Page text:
The cleanest city, state that I have ever traveled to. The island is made up of a diverse range of cultures. Malays, Indian, Chinese and Peranakan people. Malay is the national language spoken, but people here also are fluent in English and Mandarin. They have extremely low unemployment rates, affordable housing, low crime and a very low population of homeless people. There are basic do’s and don’ts when it comes to the Singapore law such as No Gum Chewing or selling it (will land you a $100,000 fine or 2 years in jail), spitting, littering, jaywalking, connecting to someone else WIFI, etc.
It was quite a journey to get here. We left our house on Wednesday at 4:15 am and arrived in Singapore Thanksgiving night at 8:00 pm. Prior to our flight, I tried to figure out how we could beat or at least not be super affected by jet lag since it was a 24-hour trip. We decided that the best route would be to stay up on the first flight and sleep as much as we could on the second flight. We planned to sleep more towards the first half of the flight so by the time we were in Singapore we were tired and ready for bed. As we arrived late in the evening on Thanksgiving, we settled into our hotel and went to sleep to get ready for a long day of sightseeing.
WHAT TO DO IN SINGAPORE
If you saw the movie “Crazy Rich Asians” then this area would be familiar to you. It’s a public park along the bay. We didn’t get to spend a ton of time here because it was pouring out. We apparently went to Singapore in Monsoon season, whoops! Gardens by the bay are supposed to be even more incredible at night! These egg-shaped items that stand in the water, when they are touched at night they change colors.
Which is located right next to Gardens by the Bay is a lush nature park. This place absolutely blew me away. I was in awe of the incredible landscape. You can take a stroll on the elevated walkway or learn about plants that are slowly disappearing from our planet. The pictures speak for themselves!
Another location that was in “Crazy Rich Asians”. It has an incredible rooftop pool overlooking the bay. We wanted to stay here but booked way too late and the price had skyrocketed to $500 a night. We ended up walking through the hotel, having a drink and a small bite to eat. It was the most expensive snack we ever had. After spending an hour at the hotel, we were so glad we didn’t stay there. There was a crazy amount of people. Not only is it a hotel, but a casino, tons of restaurants and a nightclub. If you are looking for a hotel to relax at this is definitely not for you.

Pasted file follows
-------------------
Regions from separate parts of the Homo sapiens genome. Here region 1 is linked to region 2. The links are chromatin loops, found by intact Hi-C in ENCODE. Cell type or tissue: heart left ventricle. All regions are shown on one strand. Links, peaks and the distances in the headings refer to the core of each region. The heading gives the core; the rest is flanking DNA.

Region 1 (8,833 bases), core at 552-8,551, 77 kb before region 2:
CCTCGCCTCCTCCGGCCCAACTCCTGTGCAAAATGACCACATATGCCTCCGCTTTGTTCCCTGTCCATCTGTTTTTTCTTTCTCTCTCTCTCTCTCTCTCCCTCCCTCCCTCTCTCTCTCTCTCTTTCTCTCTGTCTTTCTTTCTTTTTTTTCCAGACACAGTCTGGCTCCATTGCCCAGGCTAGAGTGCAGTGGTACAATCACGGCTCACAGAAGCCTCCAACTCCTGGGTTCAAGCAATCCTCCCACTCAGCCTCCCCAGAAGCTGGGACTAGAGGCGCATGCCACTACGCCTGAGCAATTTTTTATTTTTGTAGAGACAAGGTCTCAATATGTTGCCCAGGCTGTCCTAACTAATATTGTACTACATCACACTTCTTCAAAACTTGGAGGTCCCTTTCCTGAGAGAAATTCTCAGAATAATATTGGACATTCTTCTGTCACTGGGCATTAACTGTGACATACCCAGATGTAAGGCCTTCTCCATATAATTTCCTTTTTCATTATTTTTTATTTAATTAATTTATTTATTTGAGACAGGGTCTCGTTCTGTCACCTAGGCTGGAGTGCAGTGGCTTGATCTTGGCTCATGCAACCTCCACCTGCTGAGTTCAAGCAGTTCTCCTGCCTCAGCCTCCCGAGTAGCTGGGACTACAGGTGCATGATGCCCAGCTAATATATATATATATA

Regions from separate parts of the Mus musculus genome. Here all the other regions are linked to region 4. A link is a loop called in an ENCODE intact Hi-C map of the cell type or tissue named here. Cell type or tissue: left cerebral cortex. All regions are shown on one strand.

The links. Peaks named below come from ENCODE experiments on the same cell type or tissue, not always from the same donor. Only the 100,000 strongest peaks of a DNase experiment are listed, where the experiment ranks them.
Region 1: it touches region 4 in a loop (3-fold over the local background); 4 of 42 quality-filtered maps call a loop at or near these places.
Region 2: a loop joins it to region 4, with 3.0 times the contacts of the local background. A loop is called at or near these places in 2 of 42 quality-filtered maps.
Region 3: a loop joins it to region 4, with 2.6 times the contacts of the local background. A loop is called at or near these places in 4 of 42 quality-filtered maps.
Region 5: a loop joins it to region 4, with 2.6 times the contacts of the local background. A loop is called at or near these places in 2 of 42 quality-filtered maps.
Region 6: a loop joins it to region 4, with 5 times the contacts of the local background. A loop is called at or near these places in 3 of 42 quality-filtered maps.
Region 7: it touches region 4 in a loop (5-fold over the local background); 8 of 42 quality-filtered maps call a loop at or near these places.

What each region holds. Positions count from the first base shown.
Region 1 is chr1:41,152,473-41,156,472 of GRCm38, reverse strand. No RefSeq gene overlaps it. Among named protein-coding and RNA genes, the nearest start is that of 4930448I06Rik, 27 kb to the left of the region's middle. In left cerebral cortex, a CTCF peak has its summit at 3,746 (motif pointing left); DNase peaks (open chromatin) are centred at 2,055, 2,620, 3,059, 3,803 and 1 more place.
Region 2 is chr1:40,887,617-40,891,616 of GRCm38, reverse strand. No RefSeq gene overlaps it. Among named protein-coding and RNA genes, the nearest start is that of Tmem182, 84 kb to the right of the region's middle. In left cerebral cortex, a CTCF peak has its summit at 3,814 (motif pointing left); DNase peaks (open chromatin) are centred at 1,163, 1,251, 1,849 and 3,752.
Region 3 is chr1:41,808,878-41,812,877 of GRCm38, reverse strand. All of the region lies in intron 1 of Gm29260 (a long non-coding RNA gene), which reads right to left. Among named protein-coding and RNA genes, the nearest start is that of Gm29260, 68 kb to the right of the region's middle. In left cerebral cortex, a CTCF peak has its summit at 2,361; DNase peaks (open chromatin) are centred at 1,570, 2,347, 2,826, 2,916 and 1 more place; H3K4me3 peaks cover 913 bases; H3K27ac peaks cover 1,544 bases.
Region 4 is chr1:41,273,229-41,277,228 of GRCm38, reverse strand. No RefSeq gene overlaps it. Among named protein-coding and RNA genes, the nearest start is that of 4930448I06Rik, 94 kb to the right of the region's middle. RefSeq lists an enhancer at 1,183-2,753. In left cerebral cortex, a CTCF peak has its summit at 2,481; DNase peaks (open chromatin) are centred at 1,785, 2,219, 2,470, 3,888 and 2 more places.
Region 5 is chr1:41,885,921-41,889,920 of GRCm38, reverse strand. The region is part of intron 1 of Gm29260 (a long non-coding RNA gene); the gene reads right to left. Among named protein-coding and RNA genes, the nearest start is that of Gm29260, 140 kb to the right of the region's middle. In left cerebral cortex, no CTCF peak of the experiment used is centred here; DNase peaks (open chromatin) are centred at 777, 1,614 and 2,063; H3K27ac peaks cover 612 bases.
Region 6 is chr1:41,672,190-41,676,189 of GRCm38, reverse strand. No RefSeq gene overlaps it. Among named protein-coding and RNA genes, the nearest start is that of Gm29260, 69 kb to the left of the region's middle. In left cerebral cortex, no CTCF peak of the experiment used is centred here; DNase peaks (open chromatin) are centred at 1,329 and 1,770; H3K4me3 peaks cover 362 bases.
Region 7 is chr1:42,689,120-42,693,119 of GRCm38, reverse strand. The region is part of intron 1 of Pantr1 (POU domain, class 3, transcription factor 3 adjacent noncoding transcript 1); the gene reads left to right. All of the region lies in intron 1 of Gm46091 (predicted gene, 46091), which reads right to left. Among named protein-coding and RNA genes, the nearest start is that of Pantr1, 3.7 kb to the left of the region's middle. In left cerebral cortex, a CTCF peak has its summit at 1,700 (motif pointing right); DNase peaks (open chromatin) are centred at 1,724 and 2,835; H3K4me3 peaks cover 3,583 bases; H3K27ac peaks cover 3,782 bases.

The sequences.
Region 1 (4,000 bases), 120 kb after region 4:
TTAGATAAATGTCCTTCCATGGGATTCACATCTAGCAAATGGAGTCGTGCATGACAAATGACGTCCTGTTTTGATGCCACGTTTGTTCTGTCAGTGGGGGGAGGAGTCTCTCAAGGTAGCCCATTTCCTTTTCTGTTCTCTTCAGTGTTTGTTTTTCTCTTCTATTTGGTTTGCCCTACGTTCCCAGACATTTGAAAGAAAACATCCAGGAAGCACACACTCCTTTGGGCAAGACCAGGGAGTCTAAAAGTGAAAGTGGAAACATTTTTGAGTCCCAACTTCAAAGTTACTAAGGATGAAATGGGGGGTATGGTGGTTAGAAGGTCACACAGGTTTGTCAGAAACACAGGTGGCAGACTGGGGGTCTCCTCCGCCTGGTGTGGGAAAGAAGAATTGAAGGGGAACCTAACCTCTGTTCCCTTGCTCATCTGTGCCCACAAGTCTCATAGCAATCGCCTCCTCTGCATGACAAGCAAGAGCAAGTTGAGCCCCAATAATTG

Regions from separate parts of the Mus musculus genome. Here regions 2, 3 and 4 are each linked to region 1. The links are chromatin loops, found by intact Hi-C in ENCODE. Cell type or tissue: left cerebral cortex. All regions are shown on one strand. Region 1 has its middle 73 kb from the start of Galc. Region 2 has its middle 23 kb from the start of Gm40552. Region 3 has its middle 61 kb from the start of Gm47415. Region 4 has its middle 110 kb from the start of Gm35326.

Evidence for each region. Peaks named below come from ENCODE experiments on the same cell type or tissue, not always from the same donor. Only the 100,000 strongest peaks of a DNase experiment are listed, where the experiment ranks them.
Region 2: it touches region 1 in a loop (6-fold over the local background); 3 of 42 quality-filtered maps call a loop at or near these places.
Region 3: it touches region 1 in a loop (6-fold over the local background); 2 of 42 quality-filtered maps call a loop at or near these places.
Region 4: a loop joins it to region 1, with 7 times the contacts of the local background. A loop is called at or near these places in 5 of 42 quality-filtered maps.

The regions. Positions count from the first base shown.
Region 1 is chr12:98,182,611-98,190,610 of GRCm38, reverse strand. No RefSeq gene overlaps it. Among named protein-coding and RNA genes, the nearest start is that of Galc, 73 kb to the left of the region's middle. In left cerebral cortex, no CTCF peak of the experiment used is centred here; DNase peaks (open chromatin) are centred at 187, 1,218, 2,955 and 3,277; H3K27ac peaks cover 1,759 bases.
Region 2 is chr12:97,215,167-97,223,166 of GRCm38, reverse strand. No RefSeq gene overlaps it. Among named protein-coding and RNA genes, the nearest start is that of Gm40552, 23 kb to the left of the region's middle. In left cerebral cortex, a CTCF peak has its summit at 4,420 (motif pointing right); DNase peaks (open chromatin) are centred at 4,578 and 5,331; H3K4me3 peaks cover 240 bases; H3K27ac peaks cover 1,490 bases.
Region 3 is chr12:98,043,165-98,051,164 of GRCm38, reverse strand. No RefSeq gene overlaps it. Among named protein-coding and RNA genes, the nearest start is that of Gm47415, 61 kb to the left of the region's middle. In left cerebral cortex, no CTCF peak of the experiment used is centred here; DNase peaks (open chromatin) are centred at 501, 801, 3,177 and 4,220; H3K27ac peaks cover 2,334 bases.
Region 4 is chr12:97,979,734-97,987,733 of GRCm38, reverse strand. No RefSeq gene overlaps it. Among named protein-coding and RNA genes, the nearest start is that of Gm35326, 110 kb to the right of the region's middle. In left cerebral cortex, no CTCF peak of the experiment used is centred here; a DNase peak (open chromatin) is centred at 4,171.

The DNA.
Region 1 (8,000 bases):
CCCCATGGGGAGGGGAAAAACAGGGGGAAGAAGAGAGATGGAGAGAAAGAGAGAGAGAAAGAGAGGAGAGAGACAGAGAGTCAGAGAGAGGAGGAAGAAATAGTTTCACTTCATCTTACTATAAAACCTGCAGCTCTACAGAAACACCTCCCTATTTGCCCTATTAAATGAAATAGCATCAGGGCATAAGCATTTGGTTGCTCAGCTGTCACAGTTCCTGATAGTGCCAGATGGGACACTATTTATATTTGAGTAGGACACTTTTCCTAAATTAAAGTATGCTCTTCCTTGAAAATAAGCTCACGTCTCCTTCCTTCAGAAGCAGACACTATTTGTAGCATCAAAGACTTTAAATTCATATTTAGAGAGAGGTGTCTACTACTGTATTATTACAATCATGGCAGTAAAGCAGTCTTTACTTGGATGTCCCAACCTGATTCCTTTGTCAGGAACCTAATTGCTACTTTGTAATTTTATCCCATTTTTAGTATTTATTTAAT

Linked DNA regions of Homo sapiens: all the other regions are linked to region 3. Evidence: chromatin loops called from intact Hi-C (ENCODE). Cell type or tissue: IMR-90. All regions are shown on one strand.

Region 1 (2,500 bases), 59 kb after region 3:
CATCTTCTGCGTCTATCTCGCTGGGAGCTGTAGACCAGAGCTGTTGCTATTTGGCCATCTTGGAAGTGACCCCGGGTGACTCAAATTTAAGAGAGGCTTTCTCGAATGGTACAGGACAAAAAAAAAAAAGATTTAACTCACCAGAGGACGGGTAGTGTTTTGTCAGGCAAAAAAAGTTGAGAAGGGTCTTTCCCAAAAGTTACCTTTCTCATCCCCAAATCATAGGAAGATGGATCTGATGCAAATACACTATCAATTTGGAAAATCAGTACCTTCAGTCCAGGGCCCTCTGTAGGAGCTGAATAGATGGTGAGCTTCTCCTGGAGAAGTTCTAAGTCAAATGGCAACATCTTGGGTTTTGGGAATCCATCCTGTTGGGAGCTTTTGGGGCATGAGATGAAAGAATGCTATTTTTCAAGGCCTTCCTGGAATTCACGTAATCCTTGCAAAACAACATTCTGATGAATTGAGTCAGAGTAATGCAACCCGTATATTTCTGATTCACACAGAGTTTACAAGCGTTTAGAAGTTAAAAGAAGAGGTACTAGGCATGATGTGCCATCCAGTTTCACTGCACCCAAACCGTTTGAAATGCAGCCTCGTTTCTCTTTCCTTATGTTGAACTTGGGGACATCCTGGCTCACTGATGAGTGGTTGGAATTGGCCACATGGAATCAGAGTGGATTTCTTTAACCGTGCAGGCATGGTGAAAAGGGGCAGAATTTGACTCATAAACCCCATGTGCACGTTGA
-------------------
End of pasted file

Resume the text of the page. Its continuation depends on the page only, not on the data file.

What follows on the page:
The Shoppes at Marina Bay Sands
Can you say, designer? Floor after floor filled with designer shops. The most incredible part of this mall was a floating Louis Vuitton store. We spent time here mainly for the air conditioning and also a lot of looking but not buying. The people-watching is fascinating for me and I like to get inspiration from all the Singaporean fashion.
Also, TWG a high-quality luxury retailer. They were all over Singapore, they even had one in our hotel!
Haji Lane is in a neighborhood they call Kampong Glam, it is the Muslim Quarter of Singapore. There was a mix of shops and cafes, but one of my favorite parts were all of the fabric stores. If you like textiles, this is a great place to start.
There is a spot called Selfie Café I wanted to go to but they weren’t open. Instead of Latte art, they take a picture of your face and print that on your coffee!
TIP: Go here after 11 am. Most of the Shops when we arrived at 10 am were closed. One store had a sign that really made me laugh, “Open between 11-12 sometimes we open at 10” haha.
We spent most of our time in this area. Whether we were walking around exploring, eating or going out at night. We popped into some little shops and visited the Buddha Tooth Relic Temple right in the center of Chinatown.
Another shopping destination that the locals used to shop at, now filled with a bunch of tourists. Wild Honey where we went to breakfast one morning is located here so we explored a bit. We found a dive bar called No.5 on Emerald Hill the cutest little street filled with restored shophouses. One of our Grab drivers told us that there are 70-80 shopping malls in Singapore, that’s wild!
I would have loved to stay at this iconic hotel, but the cost per room wasn’t quite in our budget. We made a plan to go here and try the famous drink in Singapore, a Singapore Sling. After looking at the ingredients list I didn’t think it was for me. Instead, we just explored the beautiful grounds a bit, but if you a Singapore Sling kind of gal or gent you should most definitely go here for the experience!
While the city is pretty chill during the day, they have a crazy nightlife. Clubbing is not really our cup of tea, but we did enjoy a lot of bars. Below are some recommendations. If you like Whiskey then you definitely need to try the first two.
The younger brother of the next bar. A Japanese whiskey bar located in Chinatown. Rhys had his first high ball here and really enjoyed it. The interior was dark and moody, with beautiful big leather chairs.
This whiskey spot was swanky. As of 2018, it was 32nd out of Asia’s 50 Best Bars list. With our size group, we were able to go up to the private room. The owner took care of us as well as the adorable wait staff. The boys drank lots of Whiskey, I sipped on a 7n7 and even after all the food we had at dinner we continued eating. We had these incredible wagyu beef and pork sandwiches.
Another speakeasy type of bar. Right, when you walk into a little corridor to your left sits a palm reader. You can continue on through the fabric drapes to the bar. They started in New York and in 2017 expanded to their Singapore location! Thought the drinks were a little overpriced, but that was not uncommon for most places in Singapore.